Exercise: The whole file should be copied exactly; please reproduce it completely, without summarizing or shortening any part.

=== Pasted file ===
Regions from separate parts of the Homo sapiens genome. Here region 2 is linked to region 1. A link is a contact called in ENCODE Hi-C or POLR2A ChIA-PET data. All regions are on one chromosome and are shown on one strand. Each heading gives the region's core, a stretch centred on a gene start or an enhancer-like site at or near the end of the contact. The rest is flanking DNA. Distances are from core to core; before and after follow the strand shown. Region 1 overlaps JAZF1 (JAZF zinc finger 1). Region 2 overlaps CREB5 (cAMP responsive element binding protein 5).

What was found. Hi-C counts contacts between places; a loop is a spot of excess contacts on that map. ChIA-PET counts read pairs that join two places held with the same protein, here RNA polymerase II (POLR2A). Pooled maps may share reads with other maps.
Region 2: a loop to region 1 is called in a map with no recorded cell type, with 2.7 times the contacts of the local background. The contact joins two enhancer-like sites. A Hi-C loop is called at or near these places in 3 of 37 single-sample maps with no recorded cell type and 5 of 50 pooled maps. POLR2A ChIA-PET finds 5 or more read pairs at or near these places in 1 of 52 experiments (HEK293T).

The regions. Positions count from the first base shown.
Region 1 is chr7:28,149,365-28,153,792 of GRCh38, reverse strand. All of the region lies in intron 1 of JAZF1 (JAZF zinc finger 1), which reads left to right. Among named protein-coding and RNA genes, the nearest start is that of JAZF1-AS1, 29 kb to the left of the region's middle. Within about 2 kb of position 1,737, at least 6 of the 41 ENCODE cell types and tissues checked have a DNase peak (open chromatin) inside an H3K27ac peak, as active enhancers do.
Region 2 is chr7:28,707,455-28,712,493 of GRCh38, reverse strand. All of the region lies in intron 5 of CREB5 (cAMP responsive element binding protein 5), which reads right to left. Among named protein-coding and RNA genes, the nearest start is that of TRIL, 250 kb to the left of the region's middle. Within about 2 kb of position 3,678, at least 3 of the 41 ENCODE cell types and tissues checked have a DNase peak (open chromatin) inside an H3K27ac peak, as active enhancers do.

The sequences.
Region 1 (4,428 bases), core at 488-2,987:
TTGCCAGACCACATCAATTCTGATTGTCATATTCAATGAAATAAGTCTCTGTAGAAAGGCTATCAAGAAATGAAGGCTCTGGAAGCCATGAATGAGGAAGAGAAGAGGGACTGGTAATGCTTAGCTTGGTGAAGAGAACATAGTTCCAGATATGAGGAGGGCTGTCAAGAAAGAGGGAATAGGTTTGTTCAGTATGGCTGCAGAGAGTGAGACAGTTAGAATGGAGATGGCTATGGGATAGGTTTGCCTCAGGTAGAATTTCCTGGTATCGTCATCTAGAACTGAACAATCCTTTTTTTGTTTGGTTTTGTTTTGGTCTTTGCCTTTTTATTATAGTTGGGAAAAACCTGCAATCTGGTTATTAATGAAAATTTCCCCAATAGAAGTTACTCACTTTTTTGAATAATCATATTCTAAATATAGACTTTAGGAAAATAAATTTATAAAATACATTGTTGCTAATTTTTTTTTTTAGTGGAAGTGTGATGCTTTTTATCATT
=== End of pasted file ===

Regions from separate parts of the Homo sapiens genome. Here region 2 is linked to region 1. A link is a contact called in ENCODE Hi-C or POLR2A ChIA-PET data. All regions are on one chromosome and are shown on one strand. Each heading gives the region's core, a stretch centred on a gene start or an enhancer-like site at or near the end of the contact. The rest is flanking DNA. Distances are from core to core; before and after follow the strand shown. Region 1 overlaps JAZF1 (JAZF zinc finger 1). Region 2 overlaps CREB5 (cAMP responsive element binding protein 5).

What was found. Hi-C counts contacts between places; a loop is a spot of excess contacts on that map. ChIA-PET counts read pairs that join two places held with the same protein, here RNA polymerase II (POLR2A). Pooled maps may share reads with other maps.
Region 2: a loop to region 1 is called in a map with no recorded cell type, with 2.7 times the contacts of the local background. The contact joins two enhancer-like sites. A Hi-C loop is called at or near these places in 3 of 37 single-sample maps with no recorded cell type and 5 of 50 pooled maps. POLR2A ChIA-PET finds 5 or more read pairs at or near these places in 1 of 52 experiments (HEK293T).

The regions. Positions count from the first base shown.
Region 1 is chr7:28,149,365-28,153,792 of GRCh38, reverse strand. All of the region lies in intron 1 of JAZF1 (JAZF zinc finger 1), which reads left to right. Among named protein-coding and RNA genes, the nearest start is that of JAZF1-AS1, 29 kb to the left of the region's middle. Within about 2 kb of position 1,737, at least 6 of the 41 ENCODE cell types and tissues checked have a DNase peak (open chromatin) inside an H3K27ac peak, as active enhancers do.
Region 2 is chr7:28,707,455-28,712,493 of GRCh38, reverse strand. All of the region lies in intron 5 of CREB5 (cAMP responsive element binding protein 5), which reads right to left. Among named protein-coding and RNA genes, the nearest start is that of TRIL, 250 kb to the left of the region's middle. Within about 2 kb of position 3,678, at least 3 of the 41 ENCODE cell types and tissues checked have a DNase peak (open chromatin) inside an H3K27ac peak, as active enhancers do.

The sequences.
Region 1 (4,428 bases), core at 488-2,987:
TTGCCAGACCACATCAATTCTGATTGTCATATTCAATGAAATAAGTCTCTGTAGAAAGGCTATCAAGAAATGAAGGCTCTGGAAGCCATGAATGAGGAAGAGAAGAGGGACTGGTAATGCTTAGCTTGGTGAAGAGAACATAGTTCCAGATATGAGGAGGGCTGTCAAGAAAGAGGGAATAGGTTTGTTCAGTATGGCTGCAGAGAGTGAGACAGTTAGAATGGAGATGGCTATGGGATAGGTTTGCCTCAGGTAGAATTTCCTGGTATCGTCATCTAGAACTGAACAATCCTTTTTTTGTTTGGTTTTGTTTTGGTCTTTGCCTTTTTATTATAGTTGGGAAAAACCTGCAATCTGGTTATTAATGAAAATTTCCCCAATAGAAGTTACTCACTTTTTTGAATAATCATATTCTAAATATAGACTTTAGGAAAATAAATTTATAAAATACATTGTTGCTAATTTTTTTTTTTAGTGGAAGTGTGATGCTTTTTATCATT